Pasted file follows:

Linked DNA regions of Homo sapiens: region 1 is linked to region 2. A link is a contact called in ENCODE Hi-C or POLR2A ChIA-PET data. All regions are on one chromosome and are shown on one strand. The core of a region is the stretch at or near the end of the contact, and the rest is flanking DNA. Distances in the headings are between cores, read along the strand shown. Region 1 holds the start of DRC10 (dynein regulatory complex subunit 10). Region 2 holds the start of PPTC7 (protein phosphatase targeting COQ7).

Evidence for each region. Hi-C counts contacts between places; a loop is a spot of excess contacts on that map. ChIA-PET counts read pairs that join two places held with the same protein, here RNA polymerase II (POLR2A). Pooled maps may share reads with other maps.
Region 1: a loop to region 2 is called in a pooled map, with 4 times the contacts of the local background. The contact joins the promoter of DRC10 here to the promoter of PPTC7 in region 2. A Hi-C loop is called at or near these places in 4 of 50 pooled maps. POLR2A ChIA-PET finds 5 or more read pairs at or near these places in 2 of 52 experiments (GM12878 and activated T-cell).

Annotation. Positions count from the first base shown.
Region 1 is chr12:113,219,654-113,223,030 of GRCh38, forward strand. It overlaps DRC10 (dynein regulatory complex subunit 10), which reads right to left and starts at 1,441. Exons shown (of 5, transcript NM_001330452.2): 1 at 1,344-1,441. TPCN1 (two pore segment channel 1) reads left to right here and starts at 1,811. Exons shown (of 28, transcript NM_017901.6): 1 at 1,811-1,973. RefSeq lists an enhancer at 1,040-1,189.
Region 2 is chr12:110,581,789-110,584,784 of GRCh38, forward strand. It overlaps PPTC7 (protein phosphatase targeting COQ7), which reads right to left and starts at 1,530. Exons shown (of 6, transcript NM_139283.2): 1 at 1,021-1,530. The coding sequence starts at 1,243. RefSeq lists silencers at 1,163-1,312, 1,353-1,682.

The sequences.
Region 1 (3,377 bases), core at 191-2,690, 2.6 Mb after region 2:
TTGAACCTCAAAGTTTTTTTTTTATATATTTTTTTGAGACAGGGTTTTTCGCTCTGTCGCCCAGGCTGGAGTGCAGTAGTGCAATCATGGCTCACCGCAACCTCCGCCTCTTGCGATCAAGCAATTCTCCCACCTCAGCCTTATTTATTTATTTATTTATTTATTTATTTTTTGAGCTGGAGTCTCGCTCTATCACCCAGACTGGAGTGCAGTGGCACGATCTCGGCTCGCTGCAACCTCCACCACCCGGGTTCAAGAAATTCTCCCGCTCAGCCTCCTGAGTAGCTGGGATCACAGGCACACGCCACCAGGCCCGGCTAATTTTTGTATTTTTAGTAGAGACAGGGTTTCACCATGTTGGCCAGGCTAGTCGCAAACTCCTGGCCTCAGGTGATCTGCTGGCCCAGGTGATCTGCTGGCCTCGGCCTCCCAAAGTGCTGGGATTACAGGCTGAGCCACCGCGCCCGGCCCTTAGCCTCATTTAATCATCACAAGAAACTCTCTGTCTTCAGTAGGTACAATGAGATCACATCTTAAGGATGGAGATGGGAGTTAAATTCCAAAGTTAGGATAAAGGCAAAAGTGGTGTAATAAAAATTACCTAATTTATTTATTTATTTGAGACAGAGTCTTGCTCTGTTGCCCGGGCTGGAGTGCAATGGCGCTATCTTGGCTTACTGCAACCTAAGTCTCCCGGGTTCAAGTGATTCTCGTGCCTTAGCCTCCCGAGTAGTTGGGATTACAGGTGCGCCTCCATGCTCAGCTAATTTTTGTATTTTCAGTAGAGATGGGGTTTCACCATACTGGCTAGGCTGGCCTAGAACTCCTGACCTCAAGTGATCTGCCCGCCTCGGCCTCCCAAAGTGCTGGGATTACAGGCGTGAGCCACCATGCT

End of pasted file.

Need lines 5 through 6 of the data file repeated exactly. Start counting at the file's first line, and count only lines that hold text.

Region 1 is chr12:113,219,654-113,223,030 of GRCh38, forward strand. It overlaps DRC10 (dynein regulatory complex subunit 10), which reads right to left and starts at 1,441. Exons shown (of 5, transcript NM_001330452.2): 1 at 1,344-1,441. TPCN1 (two pore segment channel 1) reads left to right here and starts at 1,811. Exons shown (of 28, transcript NM_017901.6): 1 at 1,811-1,973. RefSeq lists an enhancer at 1,040-1,189.
Region 2 is chr12:110,581,789-110,584,784 of GRCh38, forward strand. It overlaps PPTC7 (protein phosphatase targeting COQ7), which reads right to left and starts at 1,530. Exons shown (of 6, transcript NM_139283.2): 1 at 1,021-1,530. The coding sequence starts at 1,243. RefSeq lists silencers at 1,163-1,312, 1,353-1,682.